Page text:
But was he maybe just a later bloomer? Since wrapping up the 2016-17 season, Kuokkanen has not had two incredibly strong showings that at least offer the possibility that he could follow in Aho’s shoes and make the jump to the NHL only one year after being drafted. First, Kuokkanen was one of the two or three best players in his second prospect camp. I wrote about Kuokkanen in some detail in this prospect camp article. He followed that up with a strong and also consistent week that put him a notch above most of the group.
And more recently, he followed that up with a strong performance in the World Junior Summer Showcase (WJSS) against players U20 and lower players largely of NHL draft pedigree. Kuokkanen finished with three goals and two assists in five games and won rave reviews for his play.
Corey Pronman who covers NHL prospects for ESPN said this:
Janne Kuokkanen (CAR) led the WJSS in shots on goal and was solid every game. Intriguing to CAR fans, was how well he played center.
— Corey Pronman (@coreypronman) August 7, 2017
Finnish scout Marco Bombino FinnProspects also noted Kuokkanen’s strong WJSS play:
— Marco Bombino (@marco_bombino) August 5, 2017
Is it fair to make a Sebastian Aho comparison?
At a basic level, no. Aho went from recent draftee to good NHL player seemingly instantly. Kuokkanen could well develop much slower and still be successful in the long run.
That said, what jumps out at me is that while it took longer to emerge in Kuokkanen, he is showing a similar level of just being top of class against similar age, elite competition. That at least has the potential to generate the same ahead of schedule jump that Aho made.
Where might Janne Kuokkanen fit in the 2017-18 Hurricanes lineup?
With the additions of Marcus Kruger and Josh Jooris following headliner Justin Williams, the depth 2017-18 depth chart for the Hurricanes became much more crowded. With the additions, I think the starting point entering training camp has all of the Hurricanes forward prospects on the outside looking in. That makes a player like Kuokkanen a dark horse to make the team.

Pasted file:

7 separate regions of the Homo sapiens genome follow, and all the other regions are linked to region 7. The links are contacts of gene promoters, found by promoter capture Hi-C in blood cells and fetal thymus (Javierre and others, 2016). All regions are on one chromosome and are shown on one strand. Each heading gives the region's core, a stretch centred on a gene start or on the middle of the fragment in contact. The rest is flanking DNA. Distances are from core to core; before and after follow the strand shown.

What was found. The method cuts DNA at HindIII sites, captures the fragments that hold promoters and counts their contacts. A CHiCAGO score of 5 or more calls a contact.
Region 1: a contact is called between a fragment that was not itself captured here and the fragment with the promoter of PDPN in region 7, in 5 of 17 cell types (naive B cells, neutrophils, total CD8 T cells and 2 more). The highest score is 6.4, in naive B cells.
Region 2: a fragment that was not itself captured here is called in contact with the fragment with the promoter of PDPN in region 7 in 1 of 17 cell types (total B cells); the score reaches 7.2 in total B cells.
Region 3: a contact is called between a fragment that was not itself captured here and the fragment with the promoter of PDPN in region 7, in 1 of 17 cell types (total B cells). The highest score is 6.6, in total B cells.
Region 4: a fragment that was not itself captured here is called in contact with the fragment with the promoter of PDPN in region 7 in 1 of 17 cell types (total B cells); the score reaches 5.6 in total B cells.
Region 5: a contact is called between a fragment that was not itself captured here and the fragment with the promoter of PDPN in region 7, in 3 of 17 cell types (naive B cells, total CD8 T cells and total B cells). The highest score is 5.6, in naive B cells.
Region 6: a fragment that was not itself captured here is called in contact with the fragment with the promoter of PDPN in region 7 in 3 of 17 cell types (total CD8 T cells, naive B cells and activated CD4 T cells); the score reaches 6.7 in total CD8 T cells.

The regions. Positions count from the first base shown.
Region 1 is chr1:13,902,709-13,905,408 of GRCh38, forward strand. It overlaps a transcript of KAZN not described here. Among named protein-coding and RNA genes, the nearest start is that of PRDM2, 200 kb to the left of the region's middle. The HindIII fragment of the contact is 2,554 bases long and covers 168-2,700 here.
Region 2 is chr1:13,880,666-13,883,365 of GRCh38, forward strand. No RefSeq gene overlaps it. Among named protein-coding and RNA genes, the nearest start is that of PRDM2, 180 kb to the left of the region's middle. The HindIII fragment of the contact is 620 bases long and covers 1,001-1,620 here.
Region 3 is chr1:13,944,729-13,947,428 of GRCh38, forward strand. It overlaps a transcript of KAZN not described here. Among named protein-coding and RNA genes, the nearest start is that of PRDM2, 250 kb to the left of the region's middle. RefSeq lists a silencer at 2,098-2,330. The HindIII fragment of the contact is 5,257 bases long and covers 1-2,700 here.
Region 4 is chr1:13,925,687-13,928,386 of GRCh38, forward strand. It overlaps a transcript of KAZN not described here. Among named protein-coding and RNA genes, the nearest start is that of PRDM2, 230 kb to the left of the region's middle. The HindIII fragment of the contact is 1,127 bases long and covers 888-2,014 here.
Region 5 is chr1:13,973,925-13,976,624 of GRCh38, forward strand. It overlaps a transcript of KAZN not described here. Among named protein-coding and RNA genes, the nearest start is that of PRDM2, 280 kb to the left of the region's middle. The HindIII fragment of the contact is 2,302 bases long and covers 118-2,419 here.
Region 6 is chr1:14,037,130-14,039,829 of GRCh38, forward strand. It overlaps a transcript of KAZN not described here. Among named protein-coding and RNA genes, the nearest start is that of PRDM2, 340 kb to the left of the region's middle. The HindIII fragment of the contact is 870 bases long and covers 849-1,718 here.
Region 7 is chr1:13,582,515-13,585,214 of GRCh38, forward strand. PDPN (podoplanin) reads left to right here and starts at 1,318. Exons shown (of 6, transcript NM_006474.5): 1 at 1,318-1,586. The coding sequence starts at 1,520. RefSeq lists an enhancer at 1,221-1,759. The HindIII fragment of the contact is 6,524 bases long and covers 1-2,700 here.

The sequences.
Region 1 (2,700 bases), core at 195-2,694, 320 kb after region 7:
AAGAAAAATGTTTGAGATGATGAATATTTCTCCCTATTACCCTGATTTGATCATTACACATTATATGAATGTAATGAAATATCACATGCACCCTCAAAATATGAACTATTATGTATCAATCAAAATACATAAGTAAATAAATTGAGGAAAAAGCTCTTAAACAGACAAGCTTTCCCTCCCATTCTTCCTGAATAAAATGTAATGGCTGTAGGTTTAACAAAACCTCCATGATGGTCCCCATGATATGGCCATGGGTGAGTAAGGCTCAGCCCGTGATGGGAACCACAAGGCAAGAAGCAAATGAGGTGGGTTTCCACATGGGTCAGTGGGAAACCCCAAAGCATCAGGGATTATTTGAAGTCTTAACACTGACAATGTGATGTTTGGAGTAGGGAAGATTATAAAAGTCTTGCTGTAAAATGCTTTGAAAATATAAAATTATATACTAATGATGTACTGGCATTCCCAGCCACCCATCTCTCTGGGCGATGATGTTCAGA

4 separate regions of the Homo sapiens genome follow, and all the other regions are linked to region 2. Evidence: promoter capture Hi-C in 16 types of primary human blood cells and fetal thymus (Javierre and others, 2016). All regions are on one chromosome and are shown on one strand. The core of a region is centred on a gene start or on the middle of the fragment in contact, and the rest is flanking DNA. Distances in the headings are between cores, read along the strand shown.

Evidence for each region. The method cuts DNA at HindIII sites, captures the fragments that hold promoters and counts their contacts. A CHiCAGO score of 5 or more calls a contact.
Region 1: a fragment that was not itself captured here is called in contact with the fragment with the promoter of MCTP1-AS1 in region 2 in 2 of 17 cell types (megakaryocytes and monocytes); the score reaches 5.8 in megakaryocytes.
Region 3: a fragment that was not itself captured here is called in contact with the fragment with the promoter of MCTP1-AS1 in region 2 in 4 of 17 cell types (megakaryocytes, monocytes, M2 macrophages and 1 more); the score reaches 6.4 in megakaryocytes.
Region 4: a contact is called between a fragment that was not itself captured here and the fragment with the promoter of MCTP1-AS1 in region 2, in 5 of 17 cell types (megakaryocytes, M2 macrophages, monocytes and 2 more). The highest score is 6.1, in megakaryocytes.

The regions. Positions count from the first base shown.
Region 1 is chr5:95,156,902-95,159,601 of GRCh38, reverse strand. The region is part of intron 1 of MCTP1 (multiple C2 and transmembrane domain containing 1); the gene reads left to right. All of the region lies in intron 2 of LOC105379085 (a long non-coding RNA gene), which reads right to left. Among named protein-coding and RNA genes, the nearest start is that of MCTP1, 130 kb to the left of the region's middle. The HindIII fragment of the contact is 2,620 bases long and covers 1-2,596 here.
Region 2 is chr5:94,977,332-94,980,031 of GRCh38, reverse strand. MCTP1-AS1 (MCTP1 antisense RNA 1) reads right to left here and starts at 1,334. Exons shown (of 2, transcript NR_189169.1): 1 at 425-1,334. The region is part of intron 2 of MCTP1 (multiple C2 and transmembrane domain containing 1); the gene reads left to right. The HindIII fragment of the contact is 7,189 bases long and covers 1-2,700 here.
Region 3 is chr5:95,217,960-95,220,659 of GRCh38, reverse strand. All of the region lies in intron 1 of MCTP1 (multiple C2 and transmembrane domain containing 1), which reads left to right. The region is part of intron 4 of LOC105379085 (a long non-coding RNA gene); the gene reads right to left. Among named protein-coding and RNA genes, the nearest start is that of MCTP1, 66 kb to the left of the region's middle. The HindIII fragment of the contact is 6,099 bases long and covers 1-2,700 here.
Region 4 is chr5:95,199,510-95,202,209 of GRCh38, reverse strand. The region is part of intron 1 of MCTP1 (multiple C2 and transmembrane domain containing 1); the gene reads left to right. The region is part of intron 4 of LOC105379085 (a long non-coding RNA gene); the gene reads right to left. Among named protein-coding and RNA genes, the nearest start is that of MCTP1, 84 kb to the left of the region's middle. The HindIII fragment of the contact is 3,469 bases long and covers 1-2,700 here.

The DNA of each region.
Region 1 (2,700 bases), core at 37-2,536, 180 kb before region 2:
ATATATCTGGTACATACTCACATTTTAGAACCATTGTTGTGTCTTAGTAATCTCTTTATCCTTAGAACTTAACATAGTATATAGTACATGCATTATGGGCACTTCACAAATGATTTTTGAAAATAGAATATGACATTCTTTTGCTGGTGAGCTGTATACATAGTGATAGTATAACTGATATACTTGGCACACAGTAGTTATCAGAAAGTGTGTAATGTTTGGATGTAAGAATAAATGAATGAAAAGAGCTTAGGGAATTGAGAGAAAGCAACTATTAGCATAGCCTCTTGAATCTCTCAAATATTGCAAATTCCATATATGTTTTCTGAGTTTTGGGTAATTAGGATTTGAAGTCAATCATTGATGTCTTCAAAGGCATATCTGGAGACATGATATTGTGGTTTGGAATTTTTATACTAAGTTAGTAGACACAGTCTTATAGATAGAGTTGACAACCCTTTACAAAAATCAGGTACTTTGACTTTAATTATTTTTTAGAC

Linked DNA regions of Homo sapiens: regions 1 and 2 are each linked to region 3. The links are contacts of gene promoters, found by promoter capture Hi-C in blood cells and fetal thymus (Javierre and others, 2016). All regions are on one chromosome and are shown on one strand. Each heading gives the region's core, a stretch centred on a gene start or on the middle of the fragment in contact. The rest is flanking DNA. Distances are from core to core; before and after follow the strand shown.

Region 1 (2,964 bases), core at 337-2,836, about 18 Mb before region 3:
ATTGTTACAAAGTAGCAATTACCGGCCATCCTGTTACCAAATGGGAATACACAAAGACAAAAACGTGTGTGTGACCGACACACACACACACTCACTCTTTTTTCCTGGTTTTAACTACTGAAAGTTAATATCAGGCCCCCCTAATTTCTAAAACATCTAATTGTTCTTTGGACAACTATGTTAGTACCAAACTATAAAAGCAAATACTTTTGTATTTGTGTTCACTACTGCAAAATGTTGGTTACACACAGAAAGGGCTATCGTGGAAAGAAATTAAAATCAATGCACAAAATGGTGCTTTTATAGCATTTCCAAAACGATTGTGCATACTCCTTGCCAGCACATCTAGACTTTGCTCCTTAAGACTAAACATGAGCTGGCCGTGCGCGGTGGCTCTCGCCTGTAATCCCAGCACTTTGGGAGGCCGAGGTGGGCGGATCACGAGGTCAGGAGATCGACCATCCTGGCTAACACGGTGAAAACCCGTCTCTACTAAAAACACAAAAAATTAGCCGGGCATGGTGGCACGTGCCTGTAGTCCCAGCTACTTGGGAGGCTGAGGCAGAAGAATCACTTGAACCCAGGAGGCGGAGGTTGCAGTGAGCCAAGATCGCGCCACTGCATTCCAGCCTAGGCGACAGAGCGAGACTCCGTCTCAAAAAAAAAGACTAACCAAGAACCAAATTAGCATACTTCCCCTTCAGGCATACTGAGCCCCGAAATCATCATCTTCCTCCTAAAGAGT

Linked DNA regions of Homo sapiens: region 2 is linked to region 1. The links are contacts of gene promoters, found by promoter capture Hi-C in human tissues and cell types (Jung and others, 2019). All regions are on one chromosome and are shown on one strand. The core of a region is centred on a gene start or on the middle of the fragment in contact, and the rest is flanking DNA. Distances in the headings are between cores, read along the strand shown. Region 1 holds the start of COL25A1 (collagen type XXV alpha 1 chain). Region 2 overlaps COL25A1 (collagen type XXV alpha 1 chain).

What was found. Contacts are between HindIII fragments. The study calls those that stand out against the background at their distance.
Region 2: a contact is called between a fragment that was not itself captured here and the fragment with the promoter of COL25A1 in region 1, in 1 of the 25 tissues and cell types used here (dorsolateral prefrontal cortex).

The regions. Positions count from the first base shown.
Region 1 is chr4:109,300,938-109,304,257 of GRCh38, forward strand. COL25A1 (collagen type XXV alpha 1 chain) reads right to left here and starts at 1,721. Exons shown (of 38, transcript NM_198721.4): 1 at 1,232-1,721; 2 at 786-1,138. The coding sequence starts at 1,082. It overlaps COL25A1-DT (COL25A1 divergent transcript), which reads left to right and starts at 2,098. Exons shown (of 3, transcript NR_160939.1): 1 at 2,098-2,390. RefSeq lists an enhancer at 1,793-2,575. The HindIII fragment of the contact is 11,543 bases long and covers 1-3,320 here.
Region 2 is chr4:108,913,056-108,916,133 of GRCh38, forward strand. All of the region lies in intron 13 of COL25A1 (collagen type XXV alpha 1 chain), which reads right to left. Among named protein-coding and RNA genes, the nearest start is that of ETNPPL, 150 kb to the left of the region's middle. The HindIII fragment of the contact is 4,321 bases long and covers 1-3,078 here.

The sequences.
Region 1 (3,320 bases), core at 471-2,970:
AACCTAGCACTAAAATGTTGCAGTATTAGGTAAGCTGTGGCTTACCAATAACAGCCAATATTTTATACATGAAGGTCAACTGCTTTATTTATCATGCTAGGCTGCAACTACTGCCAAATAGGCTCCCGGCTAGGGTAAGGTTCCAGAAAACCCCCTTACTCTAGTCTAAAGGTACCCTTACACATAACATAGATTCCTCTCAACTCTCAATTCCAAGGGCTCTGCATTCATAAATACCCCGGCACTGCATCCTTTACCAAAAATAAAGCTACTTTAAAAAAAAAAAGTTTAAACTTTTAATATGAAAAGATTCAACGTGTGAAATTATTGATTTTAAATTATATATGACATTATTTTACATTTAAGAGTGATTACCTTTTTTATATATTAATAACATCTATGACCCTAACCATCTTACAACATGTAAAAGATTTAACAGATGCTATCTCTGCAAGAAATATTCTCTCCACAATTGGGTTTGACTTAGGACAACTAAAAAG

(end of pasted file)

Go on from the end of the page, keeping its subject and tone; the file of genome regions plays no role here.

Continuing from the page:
But in addition to simply playing well right now, I think three things line up in Kuokkanen’s favor.
First and at a basic level, the Hurricanes need to score more than their 20th place total of 2016-17. That leaves the door cracked open for any forward who can demonstrate in preseason that they can boost the offense. Going a step further, the biggest gap in terms of skill set in my opinion is the kind of playmaking that creates chances for others and boosts a whole line. That need matches Kuokkanen’s projected NHL skill set.
Second, the player currently slotted for the third center slot behind Jordan Staal and Victor Rask is not cemented into the lineup. With no center additions, Derek Ryan seems to be the incumbent for the open center slot. Kruger is a center too, but he leans defense, so there is clearly room for Ryan to be more of an offensive center. Ryan performed fairly well in this role in 2017-18 with 29 points in 67 games, but he has only one year of NHL experience, did not light the world on fire in 2016-17 and therefore could be vulnerable if a rookie forward rises up offensively.
Finally, the Hurricanes have an interesting history of young centers rising up in prospect camp and/or the Traverse City prospect tourney and then riding that momentum to an NHL roster spot ahead of schedule and projections. Long ago, Josef Vasicek was the first to accomplish this feat when he rose from off the depth chart to make the 2000-01 team in a third line role. As a second overall draft pick, Eric Staal was expected to make the NHL, but when he arrived at training camp before the 2003-04 season, the odds were that he would return to juniors to add size and strength. He rose up in preseason leading the NHL in preseason scoring and made the team in the process. Most recently, Victor Rask had a strong summer followed by a preseason and benefited a bit from the roster space made when Jordan Staal was injured in preseason. The result was a surge up the depth chart and into the opening day lineup. He has not played in the AHL since.
So despite the crowded forward ranks, I think Janne Kuokkanen enters the Carolina Hurricanes training camp as a dark horse worth watching. If can do what he is projected to do (be a heady playmaking center with solid defensive acumen) ahead of schedule, I think he could jump the expected schedule and steal a roster spot for October.
What say you Caniacs?
Is it just completely wrong to compare Janne Kuokkanen to Sebastian Aho in any way despite their similarities in terms of skill set and also their common Finnish heritage?
What are the chances that he demonsrates offensive upside in training camp and preseason and wins a roster spot?